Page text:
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2.3. Gas chromatography/mass spectrometry
Fig. 1. The chemical structures of paeonol (a) and menthol (IS, b).
study of mycophenolic acid and verapamil in human plasma [31,32]. Headspace (HS) SPME combined with GC/MS was also applied to the pharmacokinetics studies of amphetamine, midazolam, thymol, and ethanol in human plasma [33–37]. In this study, HS-SPME followed by GC/MS was developed for fast determination of paeonol in rabbit plasma, and then applied to the pharmacokinetics study of paeonol from Cynanchum paniculatum essential oil. The experimental parameters of fiber coating, sample temperature, extraction time, stirring rate, ion strength were studied, and the method linearity, detection limit and precision were also investigated. 2. Materials and methods 2.1. Chemicals, calibration solutions and SPME ﬁber Paeonol was obtained from Drug Monitoring Center (Shanghai, China). The internal standard (IS) of menthol (Fig. 1b) was obtained from Chemical Agent Company (Shanghai, China). Standard stock solutions of 10.0 mg mL−1 for paeonol were prepared in methanol. The IS solution (0.6 mg mL−1 ) was also made in methanol. Calibration solutions ranged from 0.02 to 20 g mL−1 were prepared by adding the standard stocking solution to the drug-free human plasma. The SPME fibers: 100-m polydimethylsiloxane (PDMS), 65-m polydimethylsiloxane/divinylbenzene (PDMS-DVB), 65-m carbowax/divinylbenzene (CW-DVB), 75-m carboxen poly(dimethylsiloxane) (CAR-PDMS), and 85-m polyacrylate (PA) were purchased from Supelco (Bellefonte, PA, USA). 2.2. Extraction of essential oil of Cynanchum paniculatum The TCM of Cynanchum paniculatum was purchased from a Chinese Herb Store of LeiYinShang (Shanghai, China). Eighty grams of Cynanchum paniculatum was transferred into a 1000mL distillation flask. Five hundred millilitres of distilled water was added and volatile oil distillation apparatus was set according to the Chinese pharmacopoeia , and the mixture was distilled for 6 h. Oil was collected from the condenser, dried over anhydrous sodium sulfate, and the recorded yield of the sample was about 1.23%. The essential oil was analyzed by GC/MS , the paeonol concentration in the essential oil is 84% (w/w).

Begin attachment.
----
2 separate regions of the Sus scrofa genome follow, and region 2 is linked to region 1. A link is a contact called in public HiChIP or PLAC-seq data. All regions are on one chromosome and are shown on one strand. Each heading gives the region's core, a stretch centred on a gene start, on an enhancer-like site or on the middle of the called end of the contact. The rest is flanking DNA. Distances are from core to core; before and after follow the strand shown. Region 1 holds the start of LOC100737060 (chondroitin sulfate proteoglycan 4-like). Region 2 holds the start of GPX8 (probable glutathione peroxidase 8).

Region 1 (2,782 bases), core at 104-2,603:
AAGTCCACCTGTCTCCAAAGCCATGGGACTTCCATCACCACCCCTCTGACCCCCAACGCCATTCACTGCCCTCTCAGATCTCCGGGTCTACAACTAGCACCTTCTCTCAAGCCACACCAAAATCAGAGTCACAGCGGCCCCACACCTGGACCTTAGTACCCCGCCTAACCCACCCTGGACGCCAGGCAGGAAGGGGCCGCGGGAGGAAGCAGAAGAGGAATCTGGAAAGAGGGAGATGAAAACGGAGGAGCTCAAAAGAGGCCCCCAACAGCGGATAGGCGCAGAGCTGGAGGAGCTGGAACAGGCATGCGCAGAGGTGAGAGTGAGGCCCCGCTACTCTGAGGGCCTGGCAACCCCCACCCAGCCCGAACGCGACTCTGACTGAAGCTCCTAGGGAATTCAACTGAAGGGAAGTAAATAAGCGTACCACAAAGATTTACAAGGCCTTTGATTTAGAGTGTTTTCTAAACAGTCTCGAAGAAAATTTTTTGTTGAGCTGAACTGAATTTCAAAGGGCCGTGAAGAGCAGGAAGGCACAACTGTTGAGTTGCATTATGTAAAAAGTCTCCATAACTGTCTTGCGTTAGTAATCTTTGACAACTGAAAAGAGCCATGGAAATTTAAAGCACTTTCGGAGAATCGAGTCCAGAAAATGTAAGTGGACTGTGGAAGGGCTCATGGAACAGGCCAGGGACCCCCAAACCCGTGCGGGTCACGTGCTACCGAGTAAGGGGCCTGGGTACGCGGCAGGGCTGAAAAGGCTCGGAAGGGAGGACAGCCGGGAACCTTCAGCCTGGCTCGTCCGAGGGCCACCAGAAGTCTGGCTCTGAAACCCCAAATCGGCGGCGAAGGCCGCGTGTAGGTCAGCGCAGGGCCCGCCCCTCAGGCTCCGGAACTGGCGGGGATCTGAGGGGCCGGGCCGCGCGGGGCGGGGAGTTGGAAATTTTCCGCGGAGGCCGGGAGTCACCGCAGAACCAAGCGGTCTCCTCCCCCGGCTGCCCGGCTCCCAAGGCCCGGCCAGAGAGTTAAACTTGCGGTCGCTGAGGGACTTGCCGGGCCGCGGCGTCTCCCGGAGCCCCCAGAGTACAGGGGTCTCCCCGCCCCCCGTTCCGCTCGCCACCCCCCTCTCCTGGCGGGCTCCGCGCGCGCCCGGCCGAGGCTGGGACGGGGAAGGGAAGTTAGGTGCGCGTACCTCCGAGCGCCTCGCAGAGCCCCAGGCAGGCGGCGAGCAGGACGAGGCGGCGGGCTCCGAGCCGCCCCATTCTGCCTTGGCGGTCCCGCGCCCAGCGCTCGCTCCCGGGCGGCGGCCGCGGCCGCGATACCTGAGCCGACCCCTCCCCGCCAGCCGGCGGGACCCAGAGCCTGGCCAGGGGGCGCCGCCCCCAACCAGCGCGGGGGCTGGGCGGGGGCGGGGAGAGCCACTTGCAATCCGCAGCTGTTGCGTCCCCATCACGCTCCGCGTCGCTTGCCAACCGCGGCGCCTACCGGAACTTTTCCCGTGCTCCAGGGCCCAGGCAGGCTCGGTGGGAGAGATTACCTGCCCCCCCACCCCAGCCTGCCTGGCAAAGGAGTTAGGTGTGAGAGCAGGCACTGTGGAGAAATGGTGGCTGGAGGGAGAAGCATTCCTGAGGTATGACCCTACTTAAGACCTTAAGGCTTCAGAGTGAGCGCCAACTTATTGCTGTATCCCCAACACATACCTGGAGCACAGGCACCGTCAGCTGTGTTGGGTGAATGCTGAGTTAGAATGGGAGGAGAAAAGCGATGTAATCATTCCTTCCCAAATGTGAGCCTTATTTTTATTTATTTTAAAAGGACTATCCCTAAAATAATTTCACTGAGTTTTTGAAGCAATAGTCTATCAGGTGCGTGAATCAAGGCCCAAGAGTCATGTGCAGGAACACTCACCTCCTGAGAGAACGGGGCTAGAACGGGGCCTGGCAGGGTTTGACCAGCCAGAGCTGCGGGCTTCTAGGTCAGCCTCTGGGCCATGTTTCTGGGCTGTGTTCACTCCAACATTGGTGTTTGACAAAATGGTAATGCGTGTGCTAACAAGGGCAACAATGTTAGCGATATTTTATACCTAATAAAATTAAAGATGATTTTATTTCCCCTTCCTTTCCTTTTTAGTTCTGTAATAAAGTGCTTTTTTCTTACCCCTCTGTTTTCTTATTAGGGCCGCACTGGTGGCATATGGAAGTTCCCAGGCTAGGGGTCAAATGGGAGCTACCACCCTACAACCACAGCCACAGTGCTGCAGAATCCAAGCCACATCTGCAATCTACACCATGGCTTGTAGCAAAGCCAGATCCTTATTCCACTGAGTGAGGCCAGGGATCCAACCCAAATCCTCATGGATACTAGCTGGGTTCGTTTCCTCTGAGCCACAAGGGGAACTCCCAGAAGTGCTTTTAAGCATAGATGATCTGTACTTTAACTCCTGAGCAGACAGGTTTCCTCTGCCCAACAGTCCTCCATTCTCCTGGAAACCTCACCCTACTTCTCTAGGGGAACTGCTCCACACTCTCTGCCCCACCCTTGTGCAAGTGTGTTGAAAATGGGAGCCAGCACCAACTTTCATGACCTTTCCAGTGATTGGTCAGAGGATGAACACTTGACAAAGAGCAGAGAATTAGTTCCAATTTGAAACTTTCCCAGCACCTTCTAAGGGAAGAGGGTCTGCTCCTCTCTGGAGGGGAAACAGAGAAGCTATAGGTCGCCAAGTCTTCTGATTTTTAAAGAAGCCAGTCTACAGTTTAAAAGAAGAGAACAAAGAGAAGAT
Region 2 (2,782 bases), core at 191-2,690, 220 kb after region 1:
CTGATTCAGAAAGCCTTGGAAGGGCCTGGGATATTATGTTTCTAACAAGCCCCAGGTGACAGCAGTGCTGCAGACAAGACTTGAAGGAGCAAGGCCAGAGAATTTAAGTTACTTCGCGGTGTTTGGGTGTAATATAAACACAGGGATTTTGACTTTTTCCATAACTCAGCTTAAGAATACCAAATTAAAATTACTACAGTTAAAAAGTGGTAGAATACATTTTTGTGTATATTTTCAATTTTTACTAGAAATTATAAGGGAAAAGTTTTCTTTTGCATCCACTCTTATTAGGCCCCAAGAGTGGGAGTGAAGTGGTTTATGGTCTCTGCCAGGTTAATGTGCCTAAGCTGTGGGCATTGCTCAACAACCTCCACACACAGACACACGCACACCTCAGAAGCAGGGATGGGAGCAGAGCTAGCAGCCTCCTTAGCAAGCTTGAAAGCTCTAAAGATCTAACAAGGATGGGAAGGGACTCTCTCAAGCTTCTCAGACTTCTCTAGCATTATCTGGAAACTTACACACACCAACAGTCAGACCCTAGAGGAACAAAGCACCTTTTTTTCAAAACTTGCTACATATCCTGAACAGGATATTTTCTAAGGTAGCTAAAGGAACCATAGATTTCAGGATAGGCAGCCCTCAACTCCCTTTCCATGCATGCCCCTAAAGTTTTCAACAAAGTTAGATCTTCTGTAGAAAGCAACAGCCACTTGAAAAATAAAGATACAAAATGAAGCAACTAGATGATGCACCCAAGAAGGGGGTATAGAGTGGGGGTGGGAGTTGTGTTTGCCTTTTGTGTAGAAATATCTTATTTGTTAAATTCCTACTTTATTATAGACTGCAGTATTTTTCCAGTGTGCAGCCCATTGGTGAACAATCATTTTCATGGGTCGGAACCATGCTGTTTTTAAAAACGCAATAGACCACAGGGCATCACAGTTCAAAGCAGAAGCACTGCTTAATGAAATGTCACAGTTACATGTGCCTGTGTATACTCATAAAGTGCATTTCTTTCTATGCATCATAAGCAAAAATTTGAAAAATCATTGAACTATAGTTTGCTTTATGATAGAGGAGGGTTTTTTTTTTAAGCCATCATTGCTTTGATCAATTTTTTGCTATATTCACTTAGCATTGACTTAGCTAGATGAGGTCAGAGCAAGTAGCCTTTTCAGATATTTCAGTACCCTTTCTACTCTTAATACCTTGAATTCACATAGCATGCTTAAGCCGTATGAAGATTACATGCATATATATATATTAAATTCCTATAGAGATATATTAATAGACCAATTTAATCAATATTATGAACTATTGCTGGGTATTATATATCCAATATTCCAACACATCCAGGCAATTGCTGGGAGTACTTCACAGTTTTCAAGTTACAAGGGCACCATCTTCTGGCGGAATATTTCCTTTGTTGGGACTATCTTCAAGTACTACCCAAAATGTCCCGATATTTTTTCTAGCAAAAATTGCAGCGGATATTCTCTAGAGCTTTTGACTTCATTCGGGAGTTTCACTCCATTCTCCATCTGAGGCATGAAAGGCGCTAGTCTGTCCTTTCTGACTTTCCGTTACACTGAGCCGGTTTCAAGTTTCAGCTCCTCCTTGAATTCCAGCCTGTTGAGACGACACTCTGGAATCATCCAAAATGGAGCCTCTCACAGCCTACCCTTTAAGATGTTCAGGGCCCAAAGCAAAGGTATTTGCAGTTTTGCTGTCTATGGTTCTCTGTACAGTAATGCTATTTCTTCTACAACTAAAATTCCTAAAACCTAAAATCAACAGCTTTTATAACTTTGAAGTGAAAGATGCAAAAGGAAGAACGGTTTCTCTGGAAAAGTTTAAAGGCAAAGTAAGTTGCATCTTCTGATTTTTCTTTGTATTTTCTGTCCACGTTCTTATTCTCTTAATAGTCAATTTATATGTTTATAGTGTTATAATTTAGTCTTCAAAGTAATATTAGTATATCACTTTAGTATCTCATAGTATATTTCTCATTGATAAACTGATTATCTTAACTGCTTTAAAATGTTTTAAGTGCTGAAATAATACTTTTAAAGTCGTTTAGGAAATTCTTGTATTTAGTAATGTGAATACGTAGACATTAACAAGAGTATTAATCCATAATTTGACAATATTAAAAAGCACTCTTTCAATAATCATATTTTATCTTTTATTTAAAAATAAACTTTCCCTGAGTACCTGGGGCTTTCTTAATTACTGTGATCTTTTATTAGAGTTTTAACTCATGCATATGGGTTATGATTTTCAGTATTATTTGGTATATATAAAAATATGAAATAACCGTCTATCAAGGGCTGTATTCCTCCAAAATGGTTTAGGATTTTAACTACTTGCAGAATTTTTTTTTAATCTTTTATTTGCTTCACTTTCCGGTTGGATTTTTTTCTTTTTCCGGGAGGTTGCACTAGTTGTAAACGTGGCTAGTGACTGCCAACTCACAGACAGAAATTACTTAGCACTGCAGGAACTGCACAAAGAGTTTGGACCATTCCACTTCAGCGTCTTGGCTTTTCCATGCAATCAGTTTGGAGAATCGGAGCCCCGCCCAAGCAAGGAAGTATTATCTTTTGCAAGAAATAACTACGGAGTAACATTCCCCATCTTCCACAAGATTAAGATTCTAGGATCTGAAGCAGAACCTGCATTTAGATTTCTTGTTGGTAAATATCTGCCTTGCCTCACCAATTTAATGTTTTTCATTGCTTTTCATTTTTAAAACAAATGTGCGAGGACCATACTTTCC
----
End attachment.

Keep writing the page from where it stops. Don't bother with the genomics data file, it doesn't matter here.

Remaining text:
An Hewlett-Packard (HP) 6890 GC system, coupled with a HP MD5973 quadrupole mass spectrometer was used. The fiber bearing the extracted analytes was inserted into the split/splitless injector of the gas chromatograph and heated to 250 ◦ C; the compounds were thermally desorbed in splitless mode for 3 min, and afterwards the splitter was opened and the fiber was removed. An HP-5MS fused-silica capillary column (30 m × 0.25 mm I.D., 0.25 m film) purchased from Agilent Technologies Co. Ltd. (Shanghai, China), was used in this study. The carrier gas was helium at a flow rate of 1.0 mL min−1 . The injector temperature was set at 250 ◦ C. The column temperature program was: initial temperature 50 ◦ C, increase to the final temperature of 300 ◦ C at 10 ◦ C min−1 , hold for 5 min. Electron impact ionization (EI) with a nominal electron energy of 70 eV was used. The ion source temperature of mass spectrometer was 230 ◦ C. The scan range was m/z 41–350. Quadrupole temperature and transfer line temperature were 150 and 280 ◦ C, respectively. Quantitative analysis was done in selected ion monitoring (SIM) mode. The molecular ion peaks at m/z 166 for paeonol and m/z 138 for IS were used for SIM experiment. 2.4. Collection of plasma samples A rabbit (2.5 kg) was obtained from Shanghai Medical University, and it was fasted for 12 h with free access to water before the experiments. Essential oil was administered orally to the rabbit at a single dose of 0.4 g kg−1 , and blood samples were collected in heparinized tube at time points 30 to 7200 min after the administration. Then blood samples were immediately centrifuged at 4000 rpm for 10 min to separate the plasma fractions. Each plasma sample (1.0 mL) was placed into a 2.0 mL headspace vial with 10 L IS solution, respectively. The obtained plasma samples were stored at −20 ◦ C until analysis. 2.5. Optimization of HS-SPME conditions In the headspace extraction process, the parameters of fiber coating, sample temperature, extraction time, stirring rate and ion strength can affect the extraction efficiency of SPME, so, these parameters were systemically studied. At first, the fiber coating was investigated. The calibration solution of paeonol (1.0 mL, 5 g mL−1 ) was introduced into 2 mL headspace vials equipped with 1-cm stirring bar, respectively. Headspace extraction of paeonol in plasma was performed by using different SPME fibers (PDMS, DVB-CW, PDMS-DVB, PA and CARPDMS), with sample temperature of 25 ◦ C, extraction time of 20 min, stirring rate of 500 rpm. Next, sample temperature (25 to 80 ◦ C), extraction time (5 to 40 min), stirring rate (300 to 1300 rpm), and salt effect (NaCl concentration ranged from 0 to 30%) were investigated. 2.6. Linearity, detection limit, precision and recovery The method linearity, detection limit, precision and recovery were studied with the optimal HS-SPME conditions (PDMS-